Avvinity Therapeutics is the new child of two UK Biotechs: Horizon Discovery and Centauri. The goal? To create the ultimate immuno-oncology toolbox with€32M.

cenyauri_horizon_biotech_uk_axxinityJust created, Avvinity is a joint venture targeting the immuno-oncology field, which is worth around €32M – and is only expected to grow.

The biotechnological approach to cancer treatments has many Pharma and Biotech companies interested, such as Novartis, GSK, Bristol-Myers Squibb and even some of the biotech players in the Human Microbiome.

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Avvinity seems positioned as a serious contender, especially because of the expertise and technology of its founders.

Horizon is a Cambridge success story specializing in gene-editing services (like CRISPR) but also in oncology and drug development with their SuperCell lines.

This important expertise will now be combined with the Alphamer platform, an interesting technology owned by Centauri (which focus on infectious diseases).

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The concept behind Alphamers: linking antibodies and cell targets (in purple). (Source: Avvinity)

Alphamers are chemically synthesised molecules with two functional ends. One end is an aptamer that binds to a pathogen (or cancer cell). The other end consists of specific epitopes, that recruits an immune response – destroying the targeted cell.

Centauri acquired the Alphamers’ patents just last January, after Alphamers demonstrated a successful proof of concept with bacteria.

Avvinity will count with an initial investment from Horizon of about €3.2M (£2.5M), which represents 33% of the new Biotech equity. In the future this will be increased to 49%, and Avvinity will be based within Horizon’s Research Biotech business.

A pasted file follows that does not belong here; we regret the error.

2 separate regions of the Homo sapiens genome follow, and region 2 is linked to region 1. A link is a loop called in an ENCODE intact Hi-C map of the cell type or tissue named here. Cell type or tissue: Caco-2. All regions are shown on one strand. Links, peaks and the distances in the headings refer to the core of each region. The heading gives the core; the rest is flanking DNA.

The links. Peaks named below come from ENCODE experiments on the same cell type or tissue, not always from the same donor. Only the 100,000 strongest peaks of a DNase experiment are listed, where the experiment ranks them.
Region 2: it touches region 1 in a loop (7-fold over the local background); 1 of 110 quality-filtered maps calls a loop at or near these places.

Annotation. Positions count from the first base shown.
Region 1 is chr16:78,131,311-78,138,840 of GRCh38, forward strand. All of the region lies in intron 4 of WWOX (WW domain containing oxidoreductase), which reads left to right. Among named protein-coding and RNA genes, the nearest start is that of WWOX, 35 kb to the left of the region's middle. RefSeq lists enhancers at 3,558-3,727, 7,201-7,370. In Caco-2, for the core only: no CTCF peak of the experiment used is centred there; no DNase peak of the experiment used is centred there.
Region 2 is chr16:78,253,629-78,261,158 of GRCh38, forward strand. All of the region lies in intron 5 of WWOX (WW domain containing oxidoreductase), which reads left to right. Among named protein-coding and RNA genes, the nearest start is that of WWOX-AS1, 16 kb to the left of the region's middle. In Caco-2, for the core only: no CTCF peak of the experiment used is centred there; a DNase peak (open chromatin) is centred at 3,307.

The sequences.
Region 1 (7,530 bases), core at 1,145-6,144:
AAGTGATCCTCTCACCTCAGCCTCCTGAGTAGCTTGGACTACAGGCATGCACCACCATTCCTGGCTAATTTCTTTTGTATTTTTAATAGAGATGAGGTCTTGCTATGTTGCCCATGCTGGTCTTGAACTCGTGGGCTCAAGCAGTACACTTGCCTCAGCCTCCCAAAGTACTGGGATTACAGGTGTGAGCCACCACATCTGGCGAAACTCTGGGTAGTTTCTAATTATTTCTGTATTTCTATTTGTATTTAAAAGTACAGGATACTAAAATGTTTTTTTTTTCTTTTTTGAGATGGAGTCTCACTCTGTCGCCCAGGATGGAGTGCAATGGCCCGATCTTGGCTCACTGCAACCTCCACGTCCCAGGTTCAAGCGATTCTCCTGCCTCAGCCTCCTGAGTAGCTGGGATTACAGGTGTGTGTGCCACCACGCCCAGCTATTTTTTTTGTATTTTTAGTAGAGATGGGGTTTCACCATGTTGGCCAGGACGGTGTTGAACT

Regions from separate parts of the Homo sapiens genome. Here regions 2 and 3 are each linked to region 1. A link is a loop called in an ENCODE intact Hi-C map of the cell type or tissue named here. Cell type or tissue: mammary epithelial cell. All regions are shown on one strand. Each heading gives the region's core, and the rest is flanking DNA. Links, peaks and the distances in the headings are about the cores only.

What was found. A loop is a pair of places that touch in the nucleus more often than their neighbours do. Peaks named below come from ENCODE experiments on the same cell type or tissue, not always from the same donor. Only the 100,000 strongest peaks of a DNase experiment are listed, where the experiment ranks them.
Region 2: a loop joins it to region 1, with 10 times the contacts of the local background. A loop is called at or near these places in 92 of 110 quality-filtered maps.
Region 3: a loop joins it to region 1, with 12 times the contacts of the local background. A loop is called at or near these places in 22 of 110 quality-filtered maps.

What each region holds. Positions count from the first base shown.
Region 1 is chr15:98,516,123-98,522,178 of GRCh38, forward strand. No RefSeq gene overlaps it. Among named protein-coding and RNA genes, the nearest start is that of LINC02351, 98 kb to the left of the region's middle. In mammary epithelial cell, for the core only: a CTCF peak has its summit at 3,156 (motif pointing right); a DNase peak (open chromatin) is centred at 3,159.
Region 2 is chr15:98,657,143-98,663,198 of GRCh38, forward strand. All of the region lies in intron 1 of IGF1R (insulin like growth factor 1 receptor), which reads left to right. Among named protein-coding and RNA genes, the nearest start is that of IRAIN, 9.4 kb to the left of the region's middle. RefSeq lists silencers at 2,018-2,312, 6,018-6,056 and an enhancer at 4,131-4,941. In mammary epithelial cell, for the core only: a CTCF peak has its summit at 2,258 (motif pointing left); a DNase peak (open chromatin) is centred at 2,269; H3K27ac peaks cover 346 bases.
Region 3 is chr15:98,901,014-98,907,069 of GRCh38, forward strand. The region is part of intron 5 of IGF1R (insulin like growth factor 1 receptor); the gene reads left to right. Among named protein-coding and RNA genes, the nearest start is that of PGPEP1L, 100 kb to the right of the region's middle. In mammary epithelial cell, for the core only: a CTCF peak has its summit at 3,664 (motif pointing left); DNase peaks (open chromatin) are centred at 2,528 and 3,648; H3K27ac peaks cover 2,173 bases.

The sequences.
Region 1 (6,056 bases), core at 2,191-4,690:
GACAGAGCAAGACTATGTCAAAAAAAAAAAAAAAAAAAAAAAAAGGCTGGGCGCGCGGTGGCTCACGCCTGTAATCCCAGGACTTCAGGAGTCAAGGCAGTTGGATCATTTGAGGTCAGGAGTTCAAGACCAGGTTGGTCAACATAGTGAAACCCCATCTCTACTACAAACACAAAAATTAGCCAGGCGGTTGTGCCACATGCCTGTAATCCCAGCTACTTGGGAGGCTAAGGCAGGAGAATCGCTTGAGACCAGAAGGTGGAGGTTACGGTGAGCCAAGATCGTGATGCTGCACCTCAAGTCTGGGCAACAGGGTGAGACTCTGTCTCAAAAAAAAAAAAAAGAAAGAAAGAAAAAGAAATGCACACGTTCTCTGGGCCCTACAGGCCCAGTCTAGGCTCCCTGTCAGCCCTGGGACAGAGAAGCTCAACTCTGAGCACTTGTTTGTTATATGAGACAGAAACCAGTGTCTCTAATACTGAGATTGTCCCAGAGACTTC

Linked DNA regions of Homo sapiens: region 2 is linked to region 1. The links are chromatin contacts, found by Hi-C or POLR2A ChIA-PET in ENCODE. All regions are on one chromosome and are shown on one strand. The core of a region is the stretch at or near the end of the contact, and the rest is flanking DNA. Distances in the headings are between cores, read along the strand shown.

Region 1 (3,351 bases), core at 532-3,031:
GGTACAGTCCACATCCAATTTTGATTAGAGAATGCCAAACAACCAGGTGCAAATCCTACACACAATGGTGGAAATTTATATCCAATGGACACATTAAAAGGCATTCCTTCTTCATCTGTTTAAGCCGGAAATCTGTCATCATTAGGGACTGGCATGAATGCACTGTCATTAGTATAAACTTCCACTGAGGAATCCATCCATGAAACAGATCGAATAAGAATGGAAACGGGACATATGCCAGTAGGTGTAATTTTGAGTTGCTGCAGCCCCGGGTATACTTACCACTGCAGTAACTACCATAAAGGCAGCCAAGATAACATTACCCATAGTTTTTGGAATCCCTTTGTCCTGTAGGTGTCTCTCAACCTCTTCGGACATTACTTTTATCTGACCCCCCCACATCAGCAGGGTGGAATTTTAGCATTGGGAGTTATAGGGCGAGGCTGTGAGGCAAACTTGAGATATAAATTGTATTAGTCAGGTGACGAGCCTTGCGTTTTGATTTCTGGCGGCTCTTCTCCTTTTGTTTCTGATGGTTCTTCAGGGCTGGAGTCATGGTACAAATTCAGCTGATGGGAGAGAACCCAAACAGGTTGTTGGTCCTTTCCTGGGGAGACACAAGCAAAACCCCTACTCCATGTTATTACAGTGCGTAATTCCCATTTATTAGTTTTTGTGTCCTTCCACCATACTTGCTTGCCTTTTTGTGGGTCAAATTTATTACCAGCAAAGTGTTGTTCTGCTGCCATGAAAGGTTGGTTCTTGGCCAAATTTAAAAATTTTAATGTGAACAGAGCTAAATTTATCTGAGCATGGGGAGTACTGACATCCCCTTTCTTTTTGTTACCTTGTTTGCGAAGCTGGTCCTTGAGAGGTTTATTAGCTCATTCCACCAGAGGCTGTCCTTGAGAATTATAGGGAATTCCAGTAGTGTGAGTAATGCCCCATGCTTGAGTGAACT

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The leadership of Avvinity (from left to right): Darrin Disley and Jon Moore, from Horizon, and Mike Westby and Stuart Lawson, from Centauri. (Source: Avvinity)

Alphamers may be the gateway for Horizon to enter the immuno-oncology field, complementing its previous collaborations in antibodies. Avvinity will therefore look into the development of cancer treatments both for solid tumours and leukaemias.

This is not an unusual strategy. In the past, Amgen bought Micromet’s antibody constructs, and AstraZeneca acquired Spirogen and their antibody ‘warheads‘. And Centauri profits from an yet unexplored application of its intellectual property, whilst retaining the rights to explore treatments in infectious diseases as well.

It looks like a win-win for both companies (and much smother than other Horizon’s acquisition attempts) and we are very curious to see what therapies will be developed at Avvinity – and how they will measure up in the immuno-oncology market.


Feature Image Credit: Win-Win Strategy © Jakub Jirsak (BigStock ID83477378)
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